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Perspective on Power – 300 Designers and 20,000 Miles Later…

Comments(1)Filed under: low-power, power, Hardee, low power, PSO, MSV, DVFS, MVt, EDA360 Tech on Tour

If you're like me, one of the things you appreciate about traveling is the contrasts. It's great to experience the different cultures, geography, architecture and cuisines across the world. It's the differences that make it exciting. It was fun to experience those differences once again as, for the first time in a while, I had a series of road trips taking me to seven major cities across North America, Europe and Israel. Given the timing of this trip, one of the biggest contrasts was crawling along an Autoroute in heavy snow to an airport in France and only just making our plane in time, then landing the same day in Tel Aviv where they were experiencing what still seemed to be a Mediterranean summer! But on a technical level, it was the similarities, not the differences, that I found more striking.

I was traveling with a couple of Cadence's low power experts for a series of full-day seminars under the EDA360 Tech on Tour banner. These were no marketing pitches to huge rooms of barely-interested engineers, but much more intimate expert-to-expert discussions with smaller groups of designers. We had plenty of time to interact with the attendees: we encouraged the sessions to be interactive, we had breaks for informal discussion, and many folks stayed around after to continue discussions over some suitable libations. In case we missed anyone, we also had a simple yet focused survey questionnaire to gauge where folks are at with their adoption of low power design techniques.

My first impression of the similarities was this: if there was a time when I could characterize chip design in North America as being dominated by computing and networks, Europe by wireless and automotive, and Israel by a dazzling array of largely communications-focused start-ups, those times are gone. Such is the convergence of applications, and shifting of the electronics markets to the consumer, that the dual challenges of performance and power seemed to be ubiquitous.

Based on the discussions and the interest in the various aspects of low power design we were presenting, and the survey results, I can broadly divide the 300 or so designers we met into three categories:

The newbies: Maybe around 15-20% of the people we met were new designers in their companies who wanted to get up to speed on advanced techniques that, in general, their companies were already using.

The mainstream: This group was maybe about a half of the audiences on average -- experienced engineers who now have an increased need to optimize for power and want to apply advanced techniques, either to reduce power density or because their next designs are moving to process nodes where they know leakage will be an issue.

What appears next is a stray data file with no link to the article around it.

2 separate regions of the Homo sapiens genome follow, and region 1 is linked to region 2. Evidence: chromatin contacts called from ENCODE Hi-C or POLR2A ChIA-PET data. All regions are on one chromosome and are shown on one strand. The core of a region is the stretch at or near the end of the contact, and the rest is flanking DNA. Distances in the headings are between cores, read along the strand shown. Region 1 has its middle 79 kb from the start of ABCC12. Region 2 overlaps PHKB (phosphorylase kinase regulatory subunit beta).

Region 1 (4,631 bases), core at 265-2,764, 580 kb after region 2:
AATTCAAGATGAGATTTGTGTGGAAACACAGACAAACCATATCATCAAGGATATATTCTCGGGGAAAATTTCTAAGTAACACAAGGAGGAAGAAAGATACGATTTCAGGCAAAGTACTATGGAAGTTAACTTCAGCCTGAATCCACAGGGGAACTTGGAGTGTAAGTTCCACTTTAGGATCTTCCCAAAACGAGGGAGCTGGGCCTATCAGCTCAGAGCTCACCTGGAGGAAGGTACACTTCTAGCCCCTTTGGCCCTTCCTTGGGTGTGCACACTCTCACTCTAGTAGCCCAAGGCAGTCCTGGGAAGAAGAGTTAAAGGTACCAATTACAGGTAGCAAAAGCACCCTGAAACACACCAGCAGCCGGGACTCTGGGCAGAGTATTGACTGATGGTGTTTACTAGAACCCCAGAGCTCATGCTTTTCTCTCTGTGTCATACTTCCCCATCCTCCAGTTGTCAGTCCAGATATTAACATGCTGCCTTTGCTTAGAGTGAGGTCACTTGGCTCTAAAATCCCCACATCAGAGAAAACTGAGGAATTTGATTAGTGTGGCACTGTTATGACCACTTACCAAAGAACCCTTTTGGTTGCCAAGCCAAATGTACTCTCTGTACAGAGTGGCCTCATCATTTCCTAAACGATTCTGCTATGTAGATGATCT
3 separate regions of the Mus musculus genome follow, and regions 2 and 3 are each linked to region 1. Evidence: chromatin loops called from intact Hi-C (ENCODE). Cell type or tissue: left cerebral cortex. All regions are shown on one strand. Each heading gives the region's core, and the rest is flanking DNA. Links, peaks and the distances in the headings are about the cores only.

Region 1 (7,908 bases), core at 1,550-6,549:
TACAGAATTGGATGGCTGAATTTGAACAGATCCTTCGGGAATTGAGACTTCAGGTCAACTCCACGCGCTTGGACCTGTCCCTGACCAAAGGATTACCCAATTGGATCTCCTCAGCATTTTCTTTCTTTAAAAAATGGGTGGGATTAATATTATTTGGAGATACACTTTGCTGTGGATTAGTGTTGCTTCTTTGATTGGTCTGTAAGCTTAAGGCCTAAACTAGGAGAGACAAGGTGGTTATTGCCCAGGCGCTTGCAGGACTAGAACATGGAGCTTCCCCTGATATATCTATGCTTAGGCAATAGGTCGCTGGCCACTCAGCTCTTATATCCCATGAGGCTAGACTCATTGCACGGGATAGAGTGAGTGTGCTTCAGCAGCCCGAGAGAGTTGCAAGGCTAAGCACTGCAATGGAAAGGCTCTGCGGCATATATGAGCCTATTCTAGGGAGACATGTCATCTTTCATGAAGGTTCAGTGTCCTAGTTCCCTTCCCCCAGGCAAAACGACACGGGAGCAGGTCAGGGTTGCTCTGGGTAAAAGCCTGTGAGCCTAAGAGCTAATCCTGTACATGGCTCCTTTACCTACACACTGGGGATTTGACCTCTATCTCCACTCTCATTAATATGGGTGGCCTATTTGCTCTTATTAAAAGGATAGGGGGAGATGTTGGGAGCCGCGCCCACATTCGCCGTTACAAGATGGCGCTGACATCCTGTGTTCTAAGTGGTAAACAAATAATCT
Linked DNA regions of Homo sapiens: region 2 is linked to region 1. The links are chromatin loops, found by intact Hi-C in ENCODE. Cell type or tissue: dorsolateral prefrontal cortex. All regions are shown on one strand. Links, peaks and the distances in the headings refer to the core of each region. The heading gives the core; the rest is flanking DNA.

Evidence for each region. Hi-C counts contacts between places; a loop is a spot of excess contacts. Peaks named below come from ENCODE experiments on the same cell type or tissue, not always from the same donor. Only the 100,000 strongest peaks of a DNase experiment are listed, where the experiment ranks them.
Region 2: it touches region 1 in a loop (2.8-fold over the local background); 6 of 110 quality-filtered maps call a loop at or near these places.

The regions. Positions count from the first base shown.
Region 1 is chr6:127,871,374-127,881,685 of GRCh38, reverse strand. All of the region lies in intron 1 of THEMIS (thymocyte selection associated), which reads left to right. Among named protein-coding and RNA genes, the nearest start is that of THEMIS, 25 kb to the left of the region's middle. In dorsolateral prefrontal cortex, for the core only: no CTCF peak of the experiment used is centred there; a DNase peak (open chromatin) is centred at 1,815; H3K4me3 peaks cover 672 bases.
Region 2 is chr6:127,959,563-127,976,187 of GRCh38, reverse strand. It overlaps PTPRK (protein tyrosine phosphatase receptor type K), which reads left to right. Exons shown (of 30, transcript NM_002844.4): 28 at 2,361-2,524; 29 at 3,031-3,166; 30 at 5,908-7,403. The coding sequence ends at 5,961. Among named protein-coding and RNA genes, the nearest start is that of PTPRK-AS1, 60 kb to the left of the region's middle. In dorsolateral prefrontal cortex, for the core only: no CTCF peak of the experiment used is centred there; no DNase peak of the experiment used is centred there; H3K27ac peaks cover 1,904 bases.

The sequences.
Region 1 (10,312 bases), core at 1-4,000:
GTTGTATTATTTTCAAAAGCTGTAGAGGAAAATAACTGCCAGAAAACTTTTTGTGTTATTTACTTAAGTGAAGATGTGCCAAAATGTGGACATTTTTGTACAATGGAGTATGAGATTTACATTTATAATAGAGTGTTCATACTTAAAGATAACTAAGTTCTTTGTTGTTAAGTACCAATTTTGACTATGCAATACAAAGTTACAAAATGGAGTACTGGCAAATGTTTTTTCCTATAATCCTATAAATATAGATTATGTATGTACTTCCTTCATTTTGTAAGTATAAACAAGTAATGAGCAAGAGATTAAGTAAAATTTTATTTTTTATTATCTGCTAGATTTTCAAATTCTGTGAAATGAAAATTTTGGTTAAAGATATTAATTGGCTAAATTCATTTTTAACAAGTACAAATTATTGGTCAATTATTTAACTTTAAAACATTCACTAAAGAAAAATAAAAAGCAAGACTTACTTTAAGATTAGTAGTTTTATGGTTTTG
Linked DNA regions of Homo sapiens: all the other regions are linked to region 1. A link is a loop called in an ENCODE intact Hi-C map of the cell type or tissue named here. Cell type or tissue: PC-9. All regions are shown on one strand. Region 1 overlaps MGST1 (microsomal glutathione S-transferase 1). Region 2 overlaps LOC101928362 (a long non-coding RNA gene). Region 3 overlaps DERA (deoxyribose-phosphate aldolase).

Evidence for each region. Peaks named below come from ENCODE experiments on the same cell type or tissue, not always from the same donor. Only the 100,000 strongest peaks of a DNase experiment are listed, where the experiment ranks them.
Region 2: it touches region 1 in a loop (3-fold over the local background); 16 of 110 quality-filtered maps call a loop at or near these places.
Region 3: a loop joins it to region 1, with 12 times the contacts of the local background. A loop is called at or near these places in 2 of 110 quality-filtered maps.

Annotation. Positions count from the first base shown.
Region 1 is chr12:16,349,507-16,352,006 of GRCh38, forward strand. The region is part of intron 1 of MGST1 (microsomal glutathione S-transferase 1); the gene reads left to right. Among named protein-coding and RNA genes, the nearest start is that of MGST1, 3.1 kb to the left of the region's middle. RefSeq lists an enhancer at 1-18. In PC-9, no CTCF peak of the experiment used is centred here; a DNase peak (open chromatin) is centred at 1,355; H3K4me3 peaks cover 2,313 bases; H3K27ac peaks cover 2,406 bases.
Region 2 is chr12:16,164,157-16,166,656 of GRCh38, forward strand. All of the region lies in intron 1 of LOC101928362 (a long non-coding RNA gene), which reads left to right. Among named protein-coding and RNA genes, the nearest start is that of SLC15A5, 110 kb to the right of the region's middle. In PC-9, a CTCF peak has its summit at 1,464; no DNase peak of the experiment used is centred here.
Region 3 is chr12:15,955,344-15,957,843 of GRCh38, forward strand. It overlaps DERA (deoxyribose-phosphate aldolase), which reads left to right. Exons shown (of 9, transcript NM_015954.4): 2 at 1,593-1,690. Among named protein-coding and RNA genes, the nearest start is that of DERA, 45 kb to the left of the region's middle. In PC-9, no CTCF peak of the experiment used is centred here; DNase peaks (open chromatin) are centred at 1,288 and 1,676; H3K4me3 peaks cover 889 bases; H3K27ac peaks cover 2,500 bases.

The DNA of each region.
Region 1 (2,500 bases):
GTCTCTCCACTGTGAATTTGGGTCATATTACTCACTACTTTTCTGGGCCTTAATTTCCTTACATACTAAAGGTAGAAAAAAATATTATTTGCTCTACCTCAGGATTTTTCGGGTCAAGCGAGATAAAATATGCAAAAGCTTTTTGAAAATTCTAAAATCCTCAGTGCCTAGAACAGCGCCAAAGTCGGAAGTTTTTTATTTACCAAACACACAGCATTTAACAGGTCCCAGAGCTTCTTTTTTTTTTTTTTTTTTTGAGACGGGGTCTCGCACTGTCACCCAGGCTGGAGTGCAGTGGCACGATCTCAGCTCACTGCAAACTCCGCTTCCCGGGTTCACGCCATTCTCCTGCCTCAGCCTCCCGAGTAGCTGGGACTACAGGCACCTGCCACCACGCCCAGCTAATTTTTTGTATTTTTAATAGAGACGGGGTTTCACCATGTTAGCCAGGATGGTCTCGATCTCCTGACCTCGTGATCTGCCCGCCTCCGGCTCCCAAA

The old hands: The remaining one third or so of the folks we met already knew all of the advanced techniques and had been using them for some time. They probably could have given the presentations we were delivering just as capably, but luckily we had an ace up our sleeve -- our team included a member of our Advanced Low Power Services team who could talk about techniques so advanced that even this group went away feeling they had learned something useful! Most, but not all, of this group were working on devices for the mobile market.

Two more of the similarities were that first, that this audience make-up did not significantly vary across the globe and second, we're starting to see significant application of advanced low power techniques in non-mobile (non-battery) applications.

By advanced low power techniques, I mean the ones that apply to power domains -- splitting the design into separately-powered areas where the voltage can be shut off to reduce leakage (Power Shut-Off -- PSO, aka State Retention Power Gating -- SRPG) or supplied with different voltage levels (permanently in the case of Multi-Supply Voltage -- MSV, or dynamically in the case of Dynamic Voltage and Frequency Scaling -- DVFS). The basic techniques ("basic" undersells them - there's actually a lot of good technology involved, but in general they're well automated and do not have the impact on implementation, verification and design closure that the "advanced" techniques do) include clock gating and Multi-Threshold Voltage (MVt) optimization.

Given these definitions, I can share one edited highlight of our survey results in the graph to the right. Practically everyone is already using the basic techniques -- no real surprise there, but over 60% are already using advanced techniques, a number which is predicted to grow to a massive 95% on the next round of designs! Even given that this was a Cadence seminar to customers interested in low power design, I find that number interesting. A major part of this is the adoption of advanced low power techniques beyond mobile equipment, mentioned earlier.

My conclusion: get on board! The advanced low power revolution is in full swing!

Pete Hardee


By affiliate marketing on December 12, 2010
I just wanted to say a big thank you for a great blog post.
I always find that I learn great things from you and your work and could never appreciate it enough. You do a wonderful job at opening my eyes and I really feel like I have learn something from you.
Keep up the fantastic blog posts and I have just tweeted the post on Twitter and will be joining your RSS feed.
Thanks again

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